Pasco considers science labs in elementaries
LAND O' LAKES -
Budding engineers may get the chance to develop their skills earlier than ever.
The Pasco County School District is exploring placing engineering labs in elementary schools, a move in line with calls across the country for more STEM education to help better prepare students for the job market.
STEM stands for Science, Technology, Engineering and Math.
Superintendent Kurt Browning and other district representatives recently took a trip to Manatee County where some elementary schools already offer weekly engineering labs, giving students a greater breadth of knowledge as they move into middle school and beyond.
“Our goal is to have that district-wide where we are able to have these engineering labs, science labs,” Browning told the school board at a workshop last week.
Board Chairwoman Cynthia Armstrong, a former science teacher, is a proponent.
“I love the idea because I think it will beef up the science education,” she said.
Too often, Armstrong said, science gets limited attention in elementary schools because teachers are uncomfortable teaching it or they must spend such an inordinate amount of time on reading and math that science gets left out.
The emphasis on career-oriented concepts at the elementary school level also meshes with what school districts have been doing at the high school level for several years and are about to embark on with middle schools.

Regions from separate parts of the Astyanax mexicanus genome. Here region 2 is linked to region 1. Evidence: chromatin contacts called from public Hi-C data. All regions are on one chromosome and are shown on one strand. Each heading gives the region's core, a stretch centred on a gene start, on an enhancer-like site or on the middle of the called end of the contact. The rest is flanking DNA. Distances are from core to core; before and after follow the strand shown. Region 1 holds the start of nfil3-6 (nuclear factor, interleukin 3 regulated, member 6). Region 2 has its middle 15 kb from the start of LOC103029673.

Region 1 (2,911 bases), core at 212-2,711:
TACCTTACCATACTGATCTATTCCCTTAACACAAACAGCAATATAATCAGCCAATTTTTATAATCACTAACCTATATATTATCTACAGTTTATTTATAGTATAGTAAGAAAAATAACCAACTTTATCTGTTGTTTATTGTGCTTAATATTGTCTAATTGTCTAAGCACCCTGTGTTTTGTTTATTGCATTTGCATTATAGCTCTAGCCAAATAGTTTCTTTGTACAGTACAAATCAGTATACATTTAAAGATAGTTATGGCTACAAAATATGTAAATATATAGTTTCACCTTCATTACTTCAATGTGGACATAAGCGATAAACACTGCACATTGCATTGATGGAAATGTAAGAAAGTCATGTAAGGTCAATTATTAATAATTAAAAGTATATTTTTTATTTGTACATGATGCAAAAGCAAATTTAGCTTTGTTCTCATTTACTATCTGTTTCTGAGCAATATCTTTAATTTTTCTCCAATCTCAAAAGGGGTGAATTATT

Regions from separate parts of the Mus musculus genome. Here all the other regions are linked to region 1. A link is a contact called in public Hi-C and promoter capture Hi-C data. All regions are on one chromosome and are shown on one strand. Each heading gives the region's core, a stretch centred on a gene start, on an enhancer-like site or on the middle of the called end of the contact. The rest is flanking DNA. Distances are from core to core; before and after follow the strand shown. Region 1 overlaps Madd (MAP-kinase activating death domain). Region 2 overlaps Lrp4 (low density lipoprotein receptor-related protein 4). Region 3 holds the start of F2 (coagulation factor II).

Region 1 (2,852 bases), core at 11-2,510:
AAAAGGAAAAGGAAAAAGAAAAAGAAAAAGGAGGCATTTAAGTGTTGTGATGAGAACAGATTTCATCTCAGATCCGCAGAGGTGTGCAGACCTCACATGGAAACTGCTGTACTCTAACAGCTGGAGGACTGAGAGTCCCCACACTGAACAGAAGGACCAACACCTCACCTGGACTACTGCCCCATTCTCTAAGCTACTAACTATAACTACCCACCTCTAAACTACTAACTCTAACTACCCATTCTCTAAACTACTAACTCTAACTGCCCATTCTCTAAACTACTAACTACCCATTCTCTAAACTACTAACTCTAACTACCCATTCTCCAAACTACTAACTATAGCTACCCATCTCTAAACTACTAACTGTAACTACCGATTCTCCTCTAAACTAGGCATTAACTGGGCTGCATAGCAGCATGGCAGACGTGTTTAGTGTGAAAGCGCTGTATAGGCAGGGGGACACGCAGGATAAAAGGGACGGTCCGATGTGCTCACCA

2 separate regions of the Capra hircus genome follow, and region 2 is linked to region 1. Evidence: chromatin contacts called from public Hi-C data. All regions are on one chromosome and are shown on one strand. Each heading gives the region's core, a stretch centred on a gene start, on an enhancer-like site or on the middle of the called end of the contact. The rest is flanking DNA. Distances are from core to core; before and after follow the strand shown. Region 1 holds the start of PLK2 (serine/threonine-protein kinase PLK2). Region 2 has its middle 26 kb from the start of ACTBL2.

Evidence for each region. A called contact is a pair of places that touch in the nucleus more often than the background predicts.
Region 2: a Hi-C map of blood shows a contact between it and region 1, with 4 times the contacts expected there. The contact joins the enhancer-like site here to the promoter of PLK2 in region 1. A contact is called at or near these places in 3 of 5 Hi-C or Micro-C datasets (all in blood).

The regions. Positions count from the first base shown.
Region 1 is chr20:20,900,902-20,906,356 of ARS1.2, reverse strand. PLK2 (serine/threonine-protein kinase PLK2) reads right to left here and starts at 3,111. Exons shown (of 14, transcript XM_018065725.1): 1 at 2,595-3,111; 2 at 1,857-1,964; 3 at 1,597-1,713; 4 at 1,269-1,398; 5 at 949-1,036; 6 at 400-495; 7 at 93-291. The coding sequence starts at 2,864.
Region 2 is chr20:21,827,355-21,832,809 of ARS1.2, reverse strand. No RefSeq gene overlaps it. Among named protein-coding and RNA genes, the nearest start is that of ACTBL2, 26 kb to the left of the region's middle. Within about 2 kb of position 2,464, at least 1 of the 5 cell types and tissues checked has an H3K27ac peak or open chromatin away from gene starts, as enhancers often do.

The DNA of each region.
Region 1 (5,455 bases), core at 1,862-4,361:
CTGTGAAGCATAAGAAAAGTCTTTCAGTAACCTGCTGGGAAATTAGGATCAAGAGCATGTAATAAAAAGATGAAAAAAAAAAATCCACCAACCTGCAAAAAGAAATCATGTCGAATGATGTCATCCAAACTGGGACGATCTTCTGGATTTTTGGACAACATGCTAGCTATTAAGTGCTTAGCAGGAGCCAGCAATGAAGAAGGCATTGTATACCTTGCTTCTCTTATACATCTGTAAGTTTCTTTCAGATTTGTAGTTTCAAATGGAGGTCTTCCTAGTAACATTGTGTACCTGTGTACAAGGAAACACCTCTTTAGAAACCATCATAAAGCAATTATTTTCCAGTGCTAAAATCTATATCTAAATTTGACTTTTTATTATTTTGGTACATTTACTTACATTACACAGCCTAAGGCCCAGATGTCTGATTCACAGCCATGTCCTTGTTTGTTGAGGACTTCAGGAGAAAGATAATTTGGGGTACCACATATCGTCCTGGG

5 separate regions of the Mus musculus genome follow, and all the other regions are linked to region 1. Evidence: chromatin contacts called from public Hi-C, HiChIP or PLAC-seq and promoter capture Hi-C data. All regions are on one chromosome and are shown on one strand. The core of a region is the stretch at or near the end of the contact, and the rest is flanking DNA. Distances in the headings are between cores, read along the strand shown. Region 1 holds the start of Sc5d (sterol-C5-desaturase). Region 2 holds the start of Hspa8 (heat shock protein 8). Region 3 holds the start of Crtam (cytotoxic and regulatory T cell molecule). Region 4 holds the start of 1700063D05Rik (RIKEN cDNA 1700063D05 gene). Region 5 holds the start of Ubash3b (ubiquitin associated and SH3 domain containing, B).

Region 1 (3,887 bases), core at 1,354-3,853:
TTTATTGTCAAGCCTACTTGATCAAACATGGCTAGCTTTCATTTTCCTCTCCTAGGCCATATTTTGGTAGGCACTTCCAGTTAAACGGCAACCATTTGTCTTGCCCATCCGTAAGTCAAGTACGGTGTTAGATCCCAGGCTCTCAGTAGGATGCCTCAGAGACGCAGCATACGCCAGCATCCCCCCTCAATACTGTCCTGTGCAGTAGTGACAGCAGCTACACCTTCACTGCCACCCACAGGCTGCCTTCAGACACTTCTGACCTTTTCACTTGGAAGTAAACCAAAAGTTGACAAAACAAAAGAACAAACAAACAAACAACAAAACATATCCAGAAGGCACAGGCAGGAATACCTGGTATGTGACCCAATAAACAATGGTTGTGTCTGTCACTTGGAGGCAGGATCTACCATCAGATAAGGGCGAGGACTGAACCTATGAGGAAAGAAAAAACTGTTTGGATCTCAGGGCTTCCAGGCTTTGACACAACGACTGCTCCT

Each high school in Pasco County has at least one career academy that allows students to earn industry certification that can pave their way directly into the job market or better prepare them for college. The academies focus on such subjects as engineering, automotive mechanics, culinary arts and information technology.
A state law was responsible for the career academy movement.
Now the state is pushing school districts to bring the career academy model to middle schools as well. The first in Pasco, focusing on engineering, will be implemented at River Ridge Middle, which will work in conjunction with the engineering academy at River Ridge High.
Proponents of STEM don't want to stop there, though, and that's why the movement toward an elementary school program with a career and technical education focus is happening.
In Manatee County, the school district has created a program it calls Inspiring Elementary Engineering, or IE2.
Among the first Manatee schools involved was McNeal Elementary in Bradenton, which includes a STEM category on its website along with photographs of its students involved in robotics, catapult competitions and other activities.
For skeptics, Kinnan Elementary in Sarasota provides a “why teach engineering to children” fact sheet that says engineering fosters problem-solving skills; helps students improve their knowledge of math and science; and increases their awareness of scientific and technical careers, among other benefits.
Pasco board member Alison Crumbley, who was part of the delegation that made the excursion to Manatee, was impressed with what she saw.
“They made it fun in the lab,” she said.
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